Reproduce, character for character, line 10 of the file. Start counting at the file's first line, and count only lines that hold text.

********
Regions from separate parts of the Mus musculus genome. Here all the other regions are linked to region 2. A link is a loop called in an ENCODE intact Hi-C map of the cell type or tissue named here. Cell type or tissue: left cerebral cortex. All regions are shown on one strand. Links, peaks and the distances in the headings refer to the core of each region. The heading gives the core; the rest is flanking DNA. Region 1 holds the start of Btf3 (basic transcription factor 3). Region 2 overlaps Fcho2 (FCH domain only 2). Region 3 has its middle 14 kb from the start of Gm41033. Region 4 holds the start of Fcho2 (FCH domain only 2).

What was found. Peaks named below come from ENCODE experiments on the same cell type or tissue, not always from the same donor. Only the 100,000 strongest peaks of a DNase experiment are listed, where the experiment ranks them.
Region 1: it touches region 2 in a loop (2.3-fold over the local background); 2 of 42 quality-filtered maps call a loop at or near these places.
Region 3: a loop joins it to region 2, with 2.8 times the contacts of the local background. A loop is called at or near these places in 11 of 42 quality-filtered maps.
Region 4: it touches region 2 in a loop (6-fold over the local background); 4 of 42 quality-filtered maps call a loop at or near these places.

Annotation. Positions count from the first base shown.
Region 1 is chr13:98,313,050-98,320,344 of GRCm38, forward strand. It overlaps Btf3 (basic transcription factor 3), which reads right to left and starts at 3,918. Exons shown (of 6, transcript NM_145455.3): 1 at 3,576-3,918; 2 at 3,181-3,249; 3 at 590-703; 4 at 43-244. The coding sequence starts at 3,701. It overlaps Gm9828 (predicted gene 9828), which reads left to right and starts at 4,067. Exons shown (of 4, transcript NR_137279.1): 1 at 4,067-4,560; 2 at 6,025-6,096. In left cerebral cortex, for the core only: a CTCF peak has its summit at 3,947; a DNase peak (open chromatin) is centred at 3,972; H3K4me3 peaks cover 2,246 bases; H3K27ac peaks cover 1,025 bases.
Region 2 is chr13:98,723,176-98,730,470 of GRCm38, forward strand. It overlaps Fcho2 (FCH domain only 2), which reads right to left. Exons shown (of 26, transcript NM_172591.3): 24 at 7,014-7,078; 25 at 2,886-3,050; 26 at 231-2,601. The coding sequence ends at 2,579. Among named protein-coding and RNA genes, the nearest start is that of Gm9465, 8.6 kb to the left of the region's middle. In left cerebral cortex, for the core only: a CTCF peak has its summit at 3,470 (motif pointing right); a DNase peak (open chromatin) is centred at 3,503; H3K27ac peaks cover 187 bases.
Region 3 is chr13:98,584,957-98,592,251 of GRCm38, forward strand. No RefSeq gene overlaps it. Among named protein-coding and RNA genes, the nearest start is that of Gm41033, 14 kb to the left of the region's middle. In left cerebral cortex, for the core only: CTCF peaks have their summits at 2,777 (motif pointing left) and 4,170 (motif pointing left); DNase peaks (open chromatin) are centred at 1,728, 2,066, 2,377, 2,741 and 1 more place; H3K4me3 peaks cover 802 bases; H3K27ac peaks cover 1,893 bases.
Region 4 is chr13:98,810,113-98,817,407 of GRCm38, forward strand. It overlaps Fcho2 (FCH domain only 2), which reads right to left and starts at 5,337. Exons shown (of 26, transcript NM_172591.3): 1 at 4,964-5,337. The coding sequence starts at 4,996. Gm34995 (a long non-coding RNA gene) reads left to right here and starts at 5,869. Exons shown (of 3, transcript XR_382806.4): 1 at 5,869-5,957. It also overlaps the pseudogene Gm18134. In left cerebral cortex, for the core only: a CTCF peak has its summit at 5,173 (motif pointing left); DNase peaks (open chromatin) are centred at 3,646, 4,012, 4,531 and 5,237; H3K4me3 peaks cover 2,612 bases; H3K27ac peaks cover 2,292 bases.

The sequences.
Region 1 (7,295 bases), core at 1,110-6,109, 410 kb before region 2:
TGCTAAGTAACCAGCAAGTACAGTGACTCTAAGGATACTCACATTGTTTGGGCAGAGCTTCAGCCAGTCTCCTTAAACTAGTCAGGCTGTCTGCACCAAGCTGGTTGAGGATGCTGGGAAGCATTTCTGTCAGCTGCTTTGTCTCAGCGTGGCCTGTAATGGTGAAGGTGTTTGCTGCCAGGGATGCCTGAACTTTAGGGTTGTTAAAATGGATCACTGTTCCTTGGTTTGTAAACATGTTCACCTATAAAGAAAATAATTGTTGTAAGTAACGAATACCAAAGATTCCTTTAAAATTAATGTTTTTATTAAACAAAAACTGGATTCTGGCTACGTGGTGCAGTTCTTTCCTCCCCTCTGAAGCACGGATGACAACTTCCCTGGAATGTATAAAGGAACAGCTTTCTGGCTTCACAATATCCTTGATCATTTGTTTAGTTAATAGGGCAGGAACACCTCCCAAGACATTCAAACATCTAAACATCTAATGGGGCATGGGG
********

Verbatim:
Region 4 is chr13:98,810,113-98,817,407 of GRCm38, forward strand. It overlaps Fcho2 (FCH domain only 2), which reads right to left and starts at 5,337. Exons shown (of 26, transcript NM_172591.3): 1 at 4,964-5,337. The coding sequence starts at 4,996. Gm34995 (a long non-coding RNA gene) reads left to right here and starts at 5,869. Exons shown (of 3, transcript XR_382806.4): 1 at 5,869-5,957. It also overlaps the pseudogene Gm18134. In left cerebral cortex, for the core only: a CTCF peak has its summit at 5,173 (motif pointing left); DNase peaks (open chromatin) are centred at 3,646, 4,012, 4,531 and 5,237; H3K4me3 peaks cover 2,612 bases; H3K27ac peaks cover 2,292 bases.